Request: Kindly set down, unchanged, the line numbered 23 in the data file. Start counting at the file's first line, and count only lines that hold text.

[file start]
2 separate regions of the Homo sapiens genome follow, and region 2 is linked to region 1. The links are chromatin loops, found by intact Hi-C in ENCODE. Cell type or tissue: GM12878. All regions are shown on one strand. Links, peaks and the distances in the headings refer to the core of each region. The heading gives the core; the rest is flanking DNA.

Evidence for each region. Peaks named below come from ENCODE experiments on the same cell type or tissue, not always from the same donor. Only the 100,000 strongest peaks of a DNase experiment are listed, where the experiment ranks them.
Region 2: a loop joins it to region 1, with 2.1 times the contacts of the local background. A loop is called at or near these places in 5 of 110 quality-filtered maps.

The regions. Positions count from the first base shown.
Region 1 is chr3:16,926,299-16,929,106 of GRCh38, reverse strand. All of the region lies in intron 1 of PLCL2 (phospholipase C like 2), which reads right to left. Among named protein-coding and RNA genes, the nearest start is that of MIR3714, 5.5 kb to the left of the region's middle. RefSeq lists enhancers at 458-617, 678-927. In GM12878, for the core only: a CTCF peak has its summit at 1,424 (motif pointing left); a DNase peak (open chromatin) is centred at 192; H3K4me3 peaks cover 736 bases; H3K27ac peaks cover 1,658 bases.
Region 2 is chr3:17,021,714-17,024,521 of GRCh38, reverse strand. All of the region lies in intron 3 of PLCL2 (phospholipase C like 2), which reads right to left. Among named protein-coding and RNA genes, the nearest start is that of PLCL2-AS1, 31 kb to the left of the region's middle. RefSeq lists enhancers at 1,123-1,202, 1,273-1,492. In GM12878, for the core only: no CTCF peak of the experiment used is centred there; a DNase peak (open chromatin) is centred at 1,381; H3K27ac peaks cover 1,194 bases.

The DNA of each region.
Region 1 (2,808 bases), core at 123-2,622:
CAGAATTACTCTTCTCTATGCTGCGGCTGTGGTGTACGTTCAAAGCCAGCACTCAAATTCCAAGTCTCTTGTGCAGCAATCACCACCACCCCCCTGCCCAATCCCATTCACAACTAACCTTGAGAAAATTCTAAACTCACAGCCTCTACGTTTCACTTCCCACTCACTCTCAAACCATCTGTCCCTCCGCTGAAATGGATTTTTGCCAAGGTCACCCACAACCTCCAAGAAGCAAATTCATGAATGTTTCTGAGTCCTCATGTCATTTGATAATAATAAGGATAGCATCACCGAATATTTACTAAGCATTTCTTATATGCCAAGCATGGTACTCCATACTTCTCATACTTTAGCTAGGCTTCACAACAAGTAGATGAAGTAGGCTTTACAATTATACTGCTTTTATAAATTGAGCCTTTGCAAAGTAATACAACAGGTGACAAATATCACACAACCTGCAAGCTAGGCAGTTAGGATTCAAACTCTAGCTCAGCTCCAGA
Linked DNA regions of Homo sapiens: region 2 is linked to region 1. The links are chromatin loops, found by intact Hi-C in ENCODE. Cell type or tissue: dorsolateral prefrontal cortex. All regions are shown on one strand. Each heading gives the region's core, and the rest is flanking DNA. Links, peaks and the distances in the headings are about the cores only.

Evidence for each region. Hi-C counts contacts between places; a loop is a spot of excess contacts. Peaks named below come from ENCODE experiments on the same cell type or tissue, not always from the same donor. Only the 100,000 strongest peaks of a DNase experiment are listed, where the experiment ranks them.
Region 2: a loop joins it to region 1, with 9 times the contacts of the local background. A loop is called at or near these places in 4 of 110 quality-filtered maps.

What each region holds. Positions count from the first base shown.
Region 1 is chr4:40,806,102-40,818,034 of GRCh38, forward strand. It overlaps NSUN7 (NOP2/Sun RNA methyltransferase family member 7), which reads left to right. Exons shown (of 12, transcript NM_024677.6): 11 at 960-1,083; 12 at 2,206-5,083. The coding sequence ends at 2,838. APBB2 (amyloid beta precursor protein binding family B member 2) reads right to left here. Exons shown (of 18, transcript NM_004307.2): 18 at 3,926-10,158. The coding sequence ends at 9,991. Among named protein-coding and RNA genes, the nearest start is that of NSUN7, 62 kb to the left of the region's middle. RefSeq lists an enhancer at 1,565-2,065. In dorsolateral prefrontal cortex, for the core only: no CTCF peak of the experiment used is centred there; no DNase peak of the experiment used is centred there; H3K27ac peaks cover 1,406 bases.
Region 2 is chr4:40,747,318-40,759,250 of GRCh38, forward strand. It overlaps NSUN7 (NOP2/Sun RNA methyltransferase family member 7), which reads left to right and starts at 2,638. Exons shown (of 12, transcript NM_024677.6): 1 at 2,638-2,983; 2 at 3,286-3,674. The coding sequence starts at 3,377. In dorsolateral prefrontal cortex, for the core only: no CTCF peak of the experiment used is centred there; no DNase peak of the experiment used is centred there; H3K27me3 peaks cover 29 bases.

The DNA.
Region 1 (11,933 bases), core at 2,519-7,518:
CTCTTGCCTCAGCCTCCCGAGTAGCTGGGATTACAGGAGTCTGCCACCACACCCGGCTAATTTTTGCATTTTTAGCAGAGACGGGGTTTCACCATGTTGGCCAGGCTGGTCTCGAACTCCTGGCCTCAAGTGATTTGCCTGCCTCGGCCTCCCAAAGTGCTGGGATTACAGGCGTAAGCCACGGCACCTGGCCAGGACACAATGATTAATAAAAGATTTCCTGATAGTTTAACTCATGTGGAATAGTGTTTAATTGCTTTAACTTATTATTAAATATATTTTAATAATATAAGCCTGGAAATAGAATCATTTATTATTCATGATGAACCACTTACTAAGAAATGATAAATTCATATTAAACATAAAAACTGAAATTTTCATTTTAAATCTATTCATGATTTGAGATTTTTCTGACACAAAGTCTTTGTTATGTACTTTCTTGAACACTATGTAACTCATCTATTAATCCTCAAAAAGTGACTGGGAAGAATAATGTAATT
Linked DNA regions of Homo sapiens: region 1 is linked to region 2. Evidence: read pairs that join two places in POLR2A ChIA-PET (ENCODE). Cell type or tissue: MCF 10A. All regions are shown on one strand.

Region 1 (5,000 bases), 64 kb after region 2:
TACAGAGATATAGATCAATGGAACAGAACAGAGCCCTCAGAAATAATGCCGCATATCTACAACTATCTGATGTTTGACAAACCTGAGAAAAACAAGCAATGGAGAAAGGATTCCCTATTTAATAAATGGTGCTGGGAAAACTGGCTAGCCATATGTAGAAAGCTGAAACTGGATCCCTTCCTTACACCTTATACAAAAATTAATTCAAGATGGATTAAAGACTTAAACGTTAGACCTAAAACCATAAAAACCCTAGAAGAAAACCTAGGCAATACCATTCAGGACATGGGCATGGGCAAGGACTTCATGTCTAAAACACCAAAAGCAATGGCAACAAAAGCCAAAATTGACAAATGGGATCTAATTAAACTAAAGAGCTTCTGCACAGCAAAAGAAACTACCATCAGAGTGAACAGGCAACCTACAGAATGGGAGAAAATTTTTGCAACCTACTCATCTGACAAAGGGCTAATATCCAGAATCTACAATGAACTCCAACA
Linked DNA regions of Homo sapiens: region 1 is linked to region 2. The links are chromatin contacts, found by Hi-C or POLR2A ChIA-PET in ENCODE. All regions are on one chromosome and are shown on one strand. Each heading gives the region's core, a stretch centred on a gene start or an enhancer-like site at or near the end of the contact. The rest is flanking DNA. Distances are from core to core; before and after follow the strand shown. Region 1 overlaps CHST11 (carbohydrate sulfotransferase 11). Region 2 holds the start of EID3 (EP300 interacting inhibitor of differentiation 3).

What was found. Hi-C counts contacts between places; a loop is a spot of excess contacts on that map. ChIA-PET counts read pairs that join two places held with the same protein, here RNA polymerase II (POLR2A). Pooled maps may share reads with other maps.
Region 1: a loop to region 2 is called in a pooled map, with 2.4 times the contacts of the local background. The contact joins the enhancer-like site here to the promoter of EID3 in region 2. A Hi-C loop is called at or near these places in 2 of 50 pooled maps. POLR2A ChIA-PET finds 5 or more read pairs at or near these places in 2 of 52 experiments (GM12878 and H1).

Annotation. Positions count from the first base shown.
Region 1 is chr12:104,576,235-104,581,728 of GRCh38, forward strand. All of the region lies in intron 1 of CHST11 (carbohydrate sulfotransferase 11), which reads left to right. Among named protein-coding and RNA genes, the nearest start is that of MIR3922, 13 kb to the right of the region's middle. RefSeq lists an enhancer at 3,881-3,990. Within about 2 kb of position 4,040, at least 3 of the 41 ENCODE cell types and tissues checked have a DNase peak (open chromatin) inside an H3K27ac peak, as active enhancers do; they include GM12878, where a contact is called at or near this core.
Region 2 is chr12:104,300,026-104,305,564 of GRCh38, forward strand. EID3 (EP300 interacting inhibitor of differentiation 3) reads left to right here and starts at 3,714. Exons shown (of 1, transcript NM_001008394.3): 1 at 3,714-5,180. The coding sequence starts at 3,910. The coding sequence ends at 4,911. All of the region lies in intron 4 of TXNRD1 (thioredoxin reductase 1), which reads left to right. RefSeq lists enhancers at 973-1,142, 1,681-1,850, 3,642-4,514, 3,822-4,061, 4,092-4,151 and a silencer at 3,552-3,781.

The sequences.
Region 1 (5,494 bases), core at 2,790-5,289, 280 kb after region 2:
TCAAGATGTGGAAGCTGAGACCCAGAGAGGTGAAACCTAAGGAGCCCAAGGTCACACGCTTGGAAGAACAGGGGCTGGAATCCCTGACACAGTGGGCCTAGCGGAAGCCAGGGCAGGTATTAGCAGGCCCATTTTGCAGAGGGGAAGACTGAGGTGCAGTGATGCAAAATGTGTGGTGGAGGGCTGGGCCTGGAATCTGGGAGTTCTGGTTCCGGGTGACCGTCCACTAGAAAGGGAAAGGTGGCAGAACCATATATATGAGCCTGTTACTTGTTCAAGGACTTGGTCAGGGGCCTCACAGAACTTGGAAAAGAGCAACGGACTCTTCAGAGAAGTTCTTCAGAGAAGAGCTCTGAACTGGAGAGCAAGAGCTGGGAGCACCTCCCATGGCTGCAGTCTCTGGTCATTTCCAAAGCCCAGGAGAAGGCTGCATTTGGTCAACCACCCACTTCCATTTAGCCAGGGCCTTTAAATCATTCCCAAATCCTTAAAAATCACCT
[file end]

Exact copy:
What was found. Hi-C counts contacts between places; a loop is a spot of excess contacts on that map. ChIA-PET counts read pairs that join two places held with the same protein, here RNA polymerase II (POLR2A). Pooled maps may share reads with other maps.